• Blue - Easy/Intermediate Singletrack Trails (S1-S2). Blue singletrack trails are suitable for both beginners and advanced riders, though bikers must have advanced bike handling skills and experience of trail riding. Requirements are good balance as well as the ability to shift body weight to overcome obstacles, descend steps, ride drop-offs and safely negotiate corners. Safe braking is also a must. Some trails in this category may contain jumps.
  • Red - Intermediate Singletrack Trails (S2-S3). Red singletrack trails are aimed at experienced trail riders. They require special bike handling skills and good or very good balance on the bike as well as advanced braking skills and the ability to ride jumps safely. Riders must be able to shift their weight on the bike to overcome obstacles safely. Step-downs and tight switchback corners may also feature on these trails.
  • Black - Expert Singletrack Trails (S3 and above). Black singletrack trails have been created with experts in mind. They require excellent bike handling skills in order to master the many challenges they pose. Requirements include excellent balance, the ability to ride tight switchbacks safely, outstanding braking, jumping skills and a range of trail-specific techniques (e.g. shifting front/back wheel).     

For details on the different levels and categories for mountainbike routes, singletrack trails and bikeparks, please click here.

Definitions

Code of Conduct


Code of Conduct, © TVB Silberregion Karwendel

Great parts of Tirol are forests and summer grazing pastures for cattle, sheep and goats. Many designated mountain bike trails crisscross these areas. Farmers and foresters work hard to conserve natural resources and to provide world-class trails for you to enjoy. Please follow these trail etiquette and wilderness protection guidelines for safe, responsible trail use.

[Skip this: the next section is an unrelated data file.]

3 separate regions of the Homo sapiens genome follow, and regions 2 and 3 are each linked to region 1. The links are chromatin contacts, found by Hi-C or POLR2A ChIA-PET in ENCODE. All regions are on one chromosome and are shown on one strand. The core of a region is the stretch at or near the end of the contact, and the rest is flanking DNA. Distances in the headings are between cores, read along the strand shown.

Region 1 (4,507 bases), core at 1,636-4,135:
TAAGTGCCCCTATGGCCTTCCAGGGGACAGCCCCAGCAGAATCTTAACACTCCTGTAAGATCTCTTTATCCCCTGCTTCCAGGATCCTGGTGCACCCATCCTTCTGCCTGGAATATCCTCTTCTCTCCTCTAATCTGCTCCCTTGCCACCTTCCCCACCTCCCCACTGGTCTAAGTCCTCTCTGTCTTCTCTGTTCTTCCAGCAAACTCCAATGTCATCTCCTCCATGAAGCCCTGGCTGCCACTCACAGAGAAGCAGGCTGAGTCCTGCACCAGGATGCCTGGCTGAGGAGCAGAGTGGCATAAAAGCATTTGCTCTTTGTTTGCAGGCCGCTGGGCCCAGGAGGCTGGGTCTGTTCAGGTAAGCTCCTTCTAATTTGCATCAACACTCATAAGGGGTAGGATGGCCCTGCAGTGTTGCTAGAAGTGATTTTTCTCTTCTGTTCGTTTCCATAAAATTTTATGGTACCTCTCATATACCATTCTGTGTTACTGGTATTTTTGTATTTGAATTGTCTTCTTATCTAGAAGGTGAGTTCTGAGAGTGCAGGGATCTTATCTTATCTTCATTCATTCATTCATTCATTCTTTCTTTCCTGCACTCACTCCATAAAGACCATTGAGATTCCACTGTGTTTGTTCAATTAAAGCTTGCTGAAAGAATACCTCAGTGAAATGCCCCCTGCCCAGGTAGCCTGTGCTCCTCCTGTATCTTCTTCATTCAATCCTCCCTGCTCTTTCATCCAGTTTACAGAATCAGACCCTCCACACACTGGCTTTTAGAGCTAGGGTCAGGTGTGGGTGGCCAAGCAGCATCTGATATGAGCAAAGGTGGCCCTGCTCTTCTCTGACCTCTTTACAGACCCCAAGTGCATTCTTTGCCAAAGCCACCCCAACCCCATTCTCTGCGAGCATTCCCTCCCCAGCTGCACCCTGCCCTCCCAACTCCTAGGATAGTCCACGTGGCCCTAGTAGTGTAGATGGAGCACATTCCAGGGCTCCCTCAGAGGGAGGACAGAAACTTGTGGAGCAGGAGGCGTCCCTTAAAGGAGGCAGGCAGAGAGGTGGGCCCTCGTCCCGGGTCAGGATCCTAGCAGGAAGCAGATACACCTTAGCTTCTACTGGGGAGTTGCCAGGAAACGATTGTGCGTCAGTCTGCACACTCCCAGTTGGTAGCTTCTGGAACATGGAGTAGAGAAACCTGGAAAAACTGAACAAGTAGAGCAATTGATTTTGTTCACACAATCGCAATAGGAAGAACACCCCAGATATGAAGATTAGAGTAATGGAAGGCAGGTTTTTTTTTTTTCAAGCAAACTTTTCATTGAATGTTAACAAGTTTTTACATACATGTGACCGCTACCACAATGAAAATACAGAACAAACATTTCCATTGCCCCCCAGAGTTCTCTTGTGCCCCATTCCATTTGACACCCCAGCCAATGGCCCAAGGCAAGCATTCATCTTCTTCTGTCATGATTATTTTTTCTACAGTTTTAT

• Ride in control and within your ability level. You must be able to avoid other people or objects.
  • Always yield to all other trail users. Communicate your presence when approaching and slow down when passing.
  • Know your equipment, your ability, the area in which you are riding, and prepare accordingly. Obey all bicycle regulations and recommendations, and ride within your limits.
  • Always wear a helmet and other appropriate safety gear. Inspect your bike or have it checked by a qualified bike mechanic before you ride.
  • Keep off closed areas and obey all signs and warnings. Venturing off trails damages vegetation and creates volunteer trails. Leave gates as you have found them!
  • Respect the environment and wildlife. Do not feed, provoke or approach wildlife or livestock.
  • Plan to return before dusk to protect yourself and wildlife.
  • Take only pictures, leave only footprints. Pack out your trash and keep the environment clean and safe for other users.

Additional Code of Conduct for Singletrack Riders:

  • Always stay on marked bike trails. Do not ride on ski trails or access roads unless marked as part of a bike trail.
  • Stay alert for Alpine dangers and hazards and expect foreseeable risks.
  • Leave no trace! Stay on existing trails and do not create new ones. Do not cut switchbacks. Creating shortcut trails causes soil erosion and damages fragile vegetation.

Know the code! It is your responsibility to know the Mountain Biker’s Responsibility Code to ensure a safe and fun experience for all riders. You can help maintain trails and healthy mountain biking culture by following these guidelines.

© Bergwelt Tirol - Miteinander Erleben
Together on a good Path